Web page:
Swift and certain probation: Assessing fidelity to the HOPE model

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While outcomes for HOPE and HOPE-like probation programs have received a good deal of attention in the literature, there is arguably less focus on implementation of those programs with fidelity to the HOPE model. This study describes one such program, the Swift and Certain Probation program in Jefferson Parish, Louisiana, and the degree to which it was implemented with fidelity using the list of elements laid out in the Demonstration Field Experiment (DFE) Final Report. We observed the Swift and Certain Probation program for two years and found that it is implemented with fidelity across many, but not all, of the elements of HOPE. We conclude with lingering issues for both the implementation and evaluation of HOPE and, especially, HOPE-like programs.

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Background and aims Over the past three decades an expansive literature has emerged that is dedicated to analysing the processes of policy transfer. One neglected pathway involves subnational agents emulating crime control innovations that have emerged in subnational jurisdictions of other nations. This paper presents the case of the London Mayor's Office for Policing and Crime's (MOPAC) Alcohol Abstinence Monitoring Requirement (AAMR) Pilot to examine the multi‐level factors that facilitate and/or constrain international‐subnational crime and justice policy transfer. Methods A qualitative case study design reconstructed the (in)formal events that led to components of the South Dakota 24/7 Sobriety Project (USA) being either abandoned or integrated into MOPAC's AAMR Pilot. Evidence is drawn from elite interviews and documentary materials. Results A series of inter/transnational‐, macro‐domestic‐, meso‐ and micro‐level factors enabled and/or obstructed processes of complete international‐subnational policy transfer. Exclusion of domestic violence perpetrators from the London Pilot was fuelled by interest group hostility and mobilisation. Use of alcohol tags rather than breathalysers to monitor compliance was an upshot of political‐economic constraints, concern surrounding intrusion, technological innovation and policy‐orientated learning. The decision to omit an ‘offender pays' funding mechanism was a consequence of legal incompatibility and civil service reluctance, while ‘flash incarceration' for breach was not implemented due to European policy harmonisation. Conclusions The London UK Alcohol Abstinence Monitoring Requirement Pilot was a policy ‘synthesis' that combined ideas, goals, vocabulary, principles, technology and practices from the South Dakota (USA) model with the existing English and Welsh criminal justice framework. Structural factors and the actions of particular agents limited the extent to which policy transfer occurred.
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On the basis of limited empirical evidence, advocates of Project HOPE (Hawaii’s Opportunity Probation with Enforcement) have succeeded in spreading the model to a reported 31 states and 160 locations. A recent randomized control experiment across four sites has revealed negative results: no overall effect on recidivism. In this context, we examine how prominent advocates of Project HOPE have coped with the arrival of this “bad news.” Despite null findings from a “gold standard” evaluation study, advocates continue to express confidence in the HOPE model and to support its further implementation. The risk thus exists that Project HOPE is entering a post-factual world in which diminishing its appeal—let alone its falsification—is not possible. It is the collective responsibility of corrections researchers to warn policy makers that the HOPE model is not a proven intervention and may not be effective in many agencies. It is also our responsibility to create a science of community supervision that can establish more definitively best practices in this area.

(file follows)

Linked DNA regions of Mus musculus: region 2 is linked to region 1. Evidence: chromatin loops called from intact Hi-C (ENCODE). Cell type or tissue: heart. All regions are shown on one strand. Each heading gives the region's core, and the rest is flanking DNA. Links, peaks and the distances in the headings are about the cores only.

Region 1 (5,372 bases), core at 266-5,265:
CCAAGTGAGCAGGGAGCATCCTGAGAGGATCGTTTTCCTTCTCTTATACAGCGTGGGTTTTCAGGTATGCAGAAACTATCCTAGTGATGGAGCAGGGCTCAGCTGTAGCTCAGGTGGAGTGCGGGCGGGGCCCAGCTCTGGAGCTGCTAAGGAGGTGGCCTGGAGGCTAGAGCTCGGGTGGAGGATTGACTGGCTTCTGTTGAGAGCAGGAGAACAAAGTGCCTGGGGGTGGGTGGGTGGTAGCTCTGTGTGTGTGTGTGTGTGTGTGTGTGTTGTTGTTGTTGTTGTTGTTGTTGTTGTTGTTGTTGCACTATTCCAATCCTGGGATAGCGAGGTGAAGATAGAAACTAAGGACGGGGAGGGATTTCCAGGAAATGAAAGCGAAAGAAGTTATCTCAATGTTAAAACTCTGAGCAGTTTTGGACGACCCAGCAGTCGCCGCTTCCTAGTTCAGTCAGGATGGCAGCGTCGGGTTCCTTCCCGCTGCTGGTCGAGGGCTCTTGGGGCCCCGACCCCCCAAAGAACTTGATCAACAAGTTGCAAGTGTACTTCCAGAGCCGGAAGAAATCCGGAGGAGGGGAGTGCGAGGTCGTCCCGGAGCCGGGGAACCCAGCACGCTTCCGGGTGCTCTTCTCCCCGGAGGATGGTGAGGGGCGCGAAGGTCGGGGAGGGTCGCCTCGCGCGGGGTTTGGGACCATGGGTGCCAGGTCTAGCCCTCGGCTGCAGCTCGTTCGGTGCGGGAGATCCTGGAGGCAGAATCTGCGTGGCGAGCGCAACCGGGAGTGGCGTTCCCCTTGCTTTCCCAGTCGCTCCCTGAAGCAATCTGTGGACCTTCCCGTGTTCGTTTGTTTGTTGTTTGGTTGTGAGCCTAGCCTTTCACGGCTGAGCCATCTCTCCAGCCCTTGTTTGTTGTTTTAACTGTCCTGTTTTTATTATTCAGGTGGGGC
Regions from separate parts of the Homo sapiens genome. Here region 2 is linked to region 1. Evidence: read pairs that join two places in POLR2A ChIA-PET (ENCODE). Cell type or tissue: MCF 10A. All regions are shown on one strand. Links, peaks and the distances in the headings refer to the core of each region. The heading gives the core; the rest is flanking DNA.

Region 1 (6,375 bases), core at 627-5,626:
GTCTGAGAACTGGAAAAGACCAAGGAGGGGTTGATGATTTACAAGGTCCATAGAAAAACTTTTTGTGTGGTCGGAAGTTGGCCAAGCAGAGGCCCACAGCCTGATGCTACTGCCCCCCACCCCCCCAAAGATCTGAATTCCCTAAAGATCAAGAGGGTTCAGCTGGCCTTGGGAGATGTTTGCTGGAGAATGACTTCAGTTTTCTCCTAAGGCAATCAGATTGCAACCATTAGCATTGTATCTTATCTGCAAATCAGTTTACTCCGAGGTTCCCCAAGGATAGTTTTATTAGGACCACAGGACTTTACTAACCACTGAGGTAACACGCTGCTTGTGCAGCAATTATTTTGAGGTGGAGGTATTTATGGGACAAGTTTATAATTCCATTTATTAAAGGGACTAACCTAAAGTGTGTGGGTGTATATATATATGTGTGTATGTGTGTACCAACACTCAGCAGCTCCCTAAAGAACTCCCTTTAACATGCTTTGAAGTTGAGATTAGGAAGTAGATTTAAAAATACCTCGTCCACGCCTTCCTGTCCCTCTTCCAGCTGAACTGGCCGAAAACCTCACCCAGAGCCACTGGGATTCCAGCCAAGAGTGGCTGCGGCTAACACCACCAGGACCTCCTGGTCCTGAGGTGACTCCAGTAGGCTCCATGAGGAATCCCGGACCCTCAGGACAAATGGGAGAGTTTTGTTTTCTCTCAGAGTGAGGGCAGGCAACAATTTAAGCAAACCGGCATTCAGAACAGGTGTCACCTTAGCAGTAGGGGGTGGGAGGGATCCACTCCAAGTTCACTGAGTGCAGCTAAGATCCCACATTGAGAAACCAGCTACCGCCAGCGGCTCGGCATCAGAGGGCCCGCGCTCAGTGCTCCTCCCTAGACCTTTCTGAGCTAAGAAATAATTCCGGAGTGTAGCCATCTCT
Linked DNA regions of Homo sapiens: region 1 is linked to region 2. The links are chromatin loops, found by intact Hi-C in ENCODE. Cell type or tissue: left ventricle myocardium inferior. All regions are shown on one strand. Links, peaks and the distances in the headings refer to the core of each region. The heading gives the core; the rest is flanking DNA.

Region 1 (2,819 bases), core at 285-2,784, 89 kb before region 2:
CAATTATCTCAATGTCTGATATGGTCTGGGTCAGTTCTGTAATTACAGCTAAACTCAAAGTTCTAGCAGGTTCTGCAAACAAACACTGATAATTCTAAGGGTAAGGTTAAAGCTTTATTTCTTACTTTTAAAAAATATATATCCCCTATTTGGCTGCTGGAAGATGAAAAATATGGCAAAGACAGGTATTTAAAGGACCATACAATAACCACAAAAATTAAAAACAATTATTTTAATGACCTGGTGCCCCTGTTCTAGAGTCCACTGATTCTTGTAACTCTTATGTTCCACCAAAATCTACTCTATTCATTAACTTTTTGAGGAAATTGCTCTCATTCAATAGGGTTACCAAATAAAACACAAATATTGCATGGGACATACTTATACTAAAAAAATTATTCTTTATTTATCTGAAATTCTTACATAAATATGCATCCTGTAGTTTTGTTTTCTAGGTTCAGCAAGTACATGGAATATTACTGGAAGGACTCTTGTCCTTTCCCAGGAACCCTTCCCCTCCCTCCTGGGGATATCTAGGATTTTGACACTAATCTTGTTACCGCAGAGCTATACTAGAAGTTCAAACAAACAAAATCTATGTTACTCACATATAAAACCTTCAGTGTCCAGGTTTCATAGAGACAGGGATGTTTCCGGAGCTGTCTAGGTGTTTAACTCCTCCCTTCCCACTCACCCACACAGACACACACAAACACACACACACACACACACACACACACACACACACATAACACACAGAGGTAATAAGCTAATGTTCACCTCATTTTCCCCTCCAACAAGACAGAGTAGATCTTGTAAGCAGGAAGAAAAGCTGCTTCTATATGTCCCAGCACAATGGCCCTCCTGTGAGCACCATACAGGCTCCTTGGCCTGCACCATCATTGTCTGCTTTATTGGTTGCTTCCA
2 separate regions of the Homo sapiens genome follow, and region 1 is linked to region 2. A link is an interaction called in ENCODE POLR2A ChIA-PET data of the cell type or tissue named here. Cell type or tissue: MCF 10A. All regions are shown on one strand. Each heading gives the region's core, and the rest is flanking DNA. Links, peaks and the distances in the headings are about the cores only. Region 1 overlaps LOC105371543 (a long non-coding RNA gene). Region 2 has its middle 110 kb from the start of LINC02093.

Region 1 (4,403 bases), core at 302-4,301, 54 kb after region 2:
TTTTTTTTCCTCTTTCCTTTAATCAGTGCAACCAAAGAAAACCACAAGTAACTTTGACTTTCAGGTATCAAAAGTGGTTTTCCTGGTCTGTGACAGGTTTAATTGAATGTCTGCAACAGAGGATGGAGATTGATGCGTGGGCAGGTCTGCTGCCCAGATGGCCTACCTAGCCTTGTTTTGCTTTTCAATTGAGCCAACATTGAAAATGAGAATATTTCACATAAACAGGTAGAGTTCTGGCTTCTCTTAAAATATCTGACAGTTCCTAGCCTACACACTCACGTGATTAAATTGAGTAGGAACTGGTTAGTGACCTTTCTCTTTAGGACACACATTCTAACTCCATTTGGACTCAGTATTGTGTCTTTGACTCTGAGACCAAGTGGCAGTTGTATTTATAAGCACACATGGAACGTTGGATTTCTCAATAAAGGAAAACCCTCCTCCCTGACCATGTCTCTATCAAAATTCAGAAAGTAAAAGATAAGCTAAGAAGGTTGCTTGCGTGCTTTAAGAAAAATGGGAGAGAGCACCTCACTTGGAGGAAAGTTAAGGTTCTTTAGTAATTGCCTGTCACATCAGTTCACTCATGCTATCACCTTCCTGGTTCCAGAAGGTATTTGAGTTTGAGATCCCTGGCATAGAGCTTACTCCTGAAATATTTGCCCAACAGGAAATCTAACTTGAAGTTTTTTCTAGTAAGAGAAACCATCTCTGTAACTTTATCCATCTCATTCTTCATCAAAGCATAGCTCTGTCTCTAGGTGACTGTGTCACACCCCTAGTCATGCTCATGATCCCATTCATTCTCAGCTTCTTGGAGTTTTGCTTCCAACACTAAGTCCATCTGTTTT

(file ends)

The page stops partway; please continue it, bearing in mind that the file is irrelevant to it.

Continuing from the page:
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Previous meta-analyses have identified many effective interventions for reducing the recidivism of juvenile offenders and various program factors that are asso-ciated with the best outcomes. Most of that work has been focused on only one interven-tion area and thus has limited scope. Notable exceptions are two relatively comprehensive meta-analyses that have identified a small number of factors or princi-ples that appear to characterize the most effective programs. This paper presents a new analysis of data from one of those meta-analyses designed to test a broader range of intervention factors in a manner that allows identification of both the general principles and the distinct intervention types associated with the greatest reductions in recidi-vism. Only three factors emerged as major correlates of program effectiveness: a "thera-peutic" intervention philosophy, serving high risk offenders, and quality of implementation. With other variables statistically controlled, relatively few differences were found in the effectiveness of different types of therapeutic interventions. Meta-analytic reviews of research on the effects of interventions with juvenile offenders have provided ample evidence that a rather broad range of such The construction of the meta-analysis database on which the analyses in this paper are based was supported in part by grants from the National Institute of Mental Health, the Office of Juvenile Justice and Delinquency Prevention, and the Russell Sage Foundation. Thanks to Paul Gendreau, James Howell, and Darin Carver for useful comments on this paper.